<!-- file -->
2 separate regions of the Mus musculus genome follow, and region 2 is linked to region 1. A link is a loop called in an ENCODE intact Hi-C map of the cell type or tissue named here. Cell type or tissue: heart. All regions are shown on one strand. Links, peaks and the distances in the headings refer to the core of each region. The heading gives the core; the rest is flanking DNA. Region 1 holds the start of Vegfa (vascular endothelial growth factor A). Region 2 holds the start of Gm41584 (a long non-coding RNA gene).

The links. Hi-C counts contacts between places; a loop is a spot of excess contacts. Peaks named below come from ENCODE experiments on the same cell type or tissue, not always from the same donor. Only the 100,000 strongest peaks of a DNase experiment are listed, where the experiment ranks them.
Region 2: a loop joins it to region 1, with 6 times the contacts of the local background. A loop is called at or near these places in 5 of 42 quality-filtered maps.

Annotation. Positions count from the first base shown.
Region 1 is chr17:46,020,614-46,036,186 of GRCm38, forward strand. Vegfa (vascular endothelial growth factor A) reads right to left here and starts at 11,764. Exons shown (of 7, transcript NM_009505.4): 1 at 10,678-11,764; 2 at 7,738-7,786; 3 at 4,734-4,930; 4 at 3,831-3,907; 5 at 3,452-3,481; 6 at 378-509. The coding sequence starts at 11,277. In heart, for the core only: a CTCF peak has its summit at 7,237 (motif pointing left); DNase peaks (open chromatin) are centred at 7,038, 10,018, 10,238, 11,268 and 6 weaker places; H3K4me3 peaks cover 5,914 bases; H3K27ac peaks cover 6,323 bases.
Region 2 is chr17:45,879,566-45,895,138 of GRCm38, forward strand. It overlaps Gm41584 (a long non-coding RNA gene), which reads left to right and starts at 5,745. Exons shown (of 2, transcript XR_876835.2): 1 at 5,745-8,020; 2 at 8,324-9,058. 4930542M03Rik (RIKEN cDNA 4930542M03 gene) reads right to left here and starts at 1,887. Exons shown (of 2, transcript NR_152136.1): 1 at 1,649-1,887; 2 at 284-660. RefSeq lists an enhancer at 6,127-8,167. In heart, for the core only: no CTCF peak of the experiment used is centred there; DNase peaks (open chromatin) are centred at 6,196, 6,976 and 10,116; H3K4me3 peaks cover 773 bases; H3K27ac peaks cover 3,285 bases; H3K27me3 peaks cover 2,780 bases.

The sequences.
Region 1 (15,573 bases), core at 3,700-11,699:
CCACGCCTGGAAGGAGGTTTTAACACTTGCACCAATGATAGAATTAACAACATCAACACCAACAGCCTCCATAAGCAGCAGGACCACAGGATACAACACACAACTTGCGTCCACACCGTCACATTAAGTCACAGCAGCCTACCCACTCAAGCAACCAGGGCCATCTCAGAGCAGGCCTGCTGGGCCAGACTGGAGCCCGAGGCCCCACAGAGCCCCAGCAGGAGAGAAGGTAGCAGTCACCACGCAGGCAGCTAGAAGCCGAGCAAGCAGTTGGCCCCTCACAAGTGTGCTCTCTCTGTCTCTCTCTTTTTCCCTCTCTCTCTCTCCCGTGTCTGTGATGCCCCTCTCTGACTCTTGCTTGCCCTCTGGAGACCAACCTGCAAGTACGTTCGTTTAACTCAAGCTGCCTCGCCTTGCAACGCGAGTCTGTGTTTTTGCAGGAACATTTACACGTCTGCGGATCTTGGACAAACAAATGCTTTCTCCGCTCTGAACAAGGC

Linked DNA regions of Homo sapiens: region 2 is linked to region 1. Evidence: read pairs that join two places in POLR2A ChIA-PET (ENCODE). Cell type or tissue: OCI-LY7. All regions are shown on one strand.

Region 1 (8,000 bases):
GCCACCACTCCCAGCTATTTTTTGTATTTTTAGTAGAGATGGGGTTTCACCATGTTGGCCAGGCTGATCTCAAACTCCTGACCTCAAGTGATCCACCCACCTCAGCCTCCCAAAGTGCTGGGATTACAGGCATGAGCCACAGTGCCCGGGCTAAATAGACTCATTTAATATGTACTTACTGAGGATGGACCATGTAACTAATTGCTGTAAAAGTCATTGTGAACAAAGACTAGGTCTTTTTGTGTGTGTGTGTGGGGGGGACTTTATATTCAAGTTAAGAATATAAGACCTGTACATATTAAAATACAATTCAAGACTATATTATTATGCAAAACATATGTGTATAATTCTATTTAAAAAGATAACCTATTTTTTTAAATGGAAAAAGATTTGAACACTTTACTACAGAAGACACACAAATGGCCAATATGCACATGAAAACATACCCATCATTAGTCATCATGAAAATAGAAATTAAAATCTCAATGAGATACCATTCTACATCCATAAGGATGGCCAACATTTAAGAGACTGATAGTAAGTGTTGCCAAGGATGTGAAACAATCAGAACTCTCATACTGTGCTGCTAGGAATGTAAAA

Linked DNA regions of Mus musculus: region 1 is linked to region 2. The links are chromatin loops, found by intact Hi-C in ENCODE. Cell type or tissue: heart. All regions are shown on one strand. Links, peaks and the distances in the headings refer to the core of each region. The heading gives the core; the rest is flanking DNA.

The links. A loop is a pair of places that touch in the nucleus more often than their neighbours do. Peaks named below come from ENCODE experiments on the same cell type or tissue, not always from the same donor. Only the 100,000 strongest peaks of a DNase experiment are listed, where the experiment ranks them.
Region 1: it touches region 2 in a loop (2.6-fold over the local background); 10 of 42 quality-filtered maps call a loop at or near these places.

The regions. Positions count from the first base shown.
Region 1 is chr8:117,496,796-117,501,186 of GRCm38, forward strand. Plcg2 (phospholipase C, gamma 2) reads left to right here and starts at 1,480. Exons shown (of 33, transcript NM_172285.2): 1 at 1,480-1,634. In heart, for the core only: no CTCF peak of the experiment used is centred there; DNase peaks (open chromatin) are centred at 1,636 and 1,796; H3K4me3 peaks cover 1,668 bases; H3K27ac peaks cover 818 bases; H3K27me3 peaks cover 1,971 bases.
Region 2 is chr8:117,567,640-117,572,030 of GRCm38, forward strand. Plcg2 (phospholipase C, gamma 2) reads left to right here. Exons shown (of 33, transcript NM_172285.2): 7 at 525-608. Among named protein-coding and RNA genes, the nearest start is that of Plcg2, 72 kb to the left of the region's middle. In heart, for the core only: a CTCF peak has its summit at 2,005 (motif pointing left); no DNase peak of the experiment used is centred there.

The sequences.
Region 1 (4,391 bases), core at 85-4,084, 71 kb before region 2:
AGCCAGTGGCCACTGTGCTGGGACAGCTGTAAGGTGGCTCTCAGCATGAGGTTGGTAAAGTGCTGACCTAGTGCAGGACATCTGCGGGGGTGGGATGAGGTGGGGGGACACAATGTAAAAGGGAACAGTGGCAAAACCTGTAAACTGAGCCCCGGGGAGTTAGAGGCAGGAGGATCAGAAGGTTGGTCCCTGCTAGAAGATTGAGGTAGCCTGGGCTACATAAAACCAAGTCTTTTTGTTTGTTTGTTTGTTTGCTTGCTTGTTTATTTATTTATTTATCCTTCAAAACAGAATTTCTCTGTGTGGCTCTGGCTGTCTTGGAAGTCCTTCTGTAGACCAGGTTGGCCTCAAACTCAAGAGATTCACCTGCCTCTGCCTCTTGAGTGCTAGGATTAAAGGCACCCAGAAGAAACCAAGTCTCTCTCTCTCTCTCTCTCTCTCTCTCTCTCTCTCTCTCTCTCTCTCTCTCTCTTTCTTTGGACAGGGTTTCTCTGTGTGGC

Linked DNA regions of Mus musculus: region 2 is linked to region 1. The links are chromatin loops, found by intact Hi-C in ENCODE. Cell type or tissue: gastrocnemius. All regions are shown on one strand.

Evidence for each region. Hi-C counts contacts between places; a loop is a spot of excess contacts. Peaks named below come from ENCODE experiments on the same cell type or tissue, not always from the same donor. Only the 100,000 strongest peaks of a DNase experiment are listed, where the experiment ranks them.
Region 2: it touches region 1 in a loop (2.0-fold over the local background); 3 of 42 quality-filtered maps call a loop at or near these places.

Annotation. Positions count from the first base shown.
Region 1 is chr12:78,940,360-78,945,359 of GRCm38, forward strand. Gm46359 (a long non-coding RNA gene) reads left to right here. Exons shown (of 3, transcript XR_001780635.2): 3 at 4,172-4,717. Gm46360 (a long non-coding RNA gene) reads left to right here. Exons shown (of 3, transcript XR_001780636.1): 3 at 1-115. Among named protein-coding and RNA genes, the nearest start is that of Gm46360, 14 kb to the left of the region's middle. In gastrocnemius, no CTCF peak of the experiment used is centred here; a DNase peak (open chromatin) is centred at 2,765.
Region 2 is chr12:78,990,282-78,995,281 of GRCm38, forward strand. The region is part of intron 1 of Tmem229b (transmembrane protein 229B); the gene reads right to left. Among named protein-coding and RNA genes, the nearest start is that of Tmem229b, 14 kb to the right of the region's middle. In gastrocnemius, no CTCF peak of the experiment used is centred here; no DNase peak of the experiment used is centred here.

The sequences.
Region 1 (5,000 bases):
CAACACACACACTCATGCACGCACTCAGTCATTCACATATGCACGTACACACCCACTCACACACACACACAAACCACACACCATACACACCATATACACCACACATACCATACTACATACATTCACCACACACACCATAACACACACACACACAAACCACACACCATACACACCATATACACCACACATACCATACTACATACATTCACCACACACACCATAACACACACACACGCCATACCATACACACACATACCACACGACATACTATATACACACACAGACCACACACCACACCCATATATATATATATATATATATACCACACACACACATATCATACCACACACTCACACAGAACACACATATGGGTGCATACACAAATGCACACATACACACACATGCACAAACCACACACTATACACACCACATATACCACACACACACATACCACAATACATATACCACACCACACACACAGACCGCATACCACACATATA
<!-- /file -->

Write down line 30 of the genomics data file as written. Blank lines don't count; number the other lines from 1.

CAACACACACACTCATGCACGCACTCAGTCATTCACATATGCACGTACACACCCACTCACACACACACACAAACCACACACCATACACACCATATACACCACACATACCATACTACATACATTCACCACACACACCATAACACACACACACACAAACCACACACCATACACACCATATACACCACACATACCATACTACATACATTCACCACACACACCATAACACACACACACGCCATACCATACACACACATACCACACGACATACTATATACACACACAGACCACACACCACACCCATATATATATATATATATATATACCACACACACACATATCATACCACACACTCACACAGAACACACATATGGGTGCATACACAAATGCACACATACACACACATGCACAAACCACACACTATACACACCACATATACCACACACACACATACCACAATACATATACCACACCACACACACAGACCGCATACCACACATATA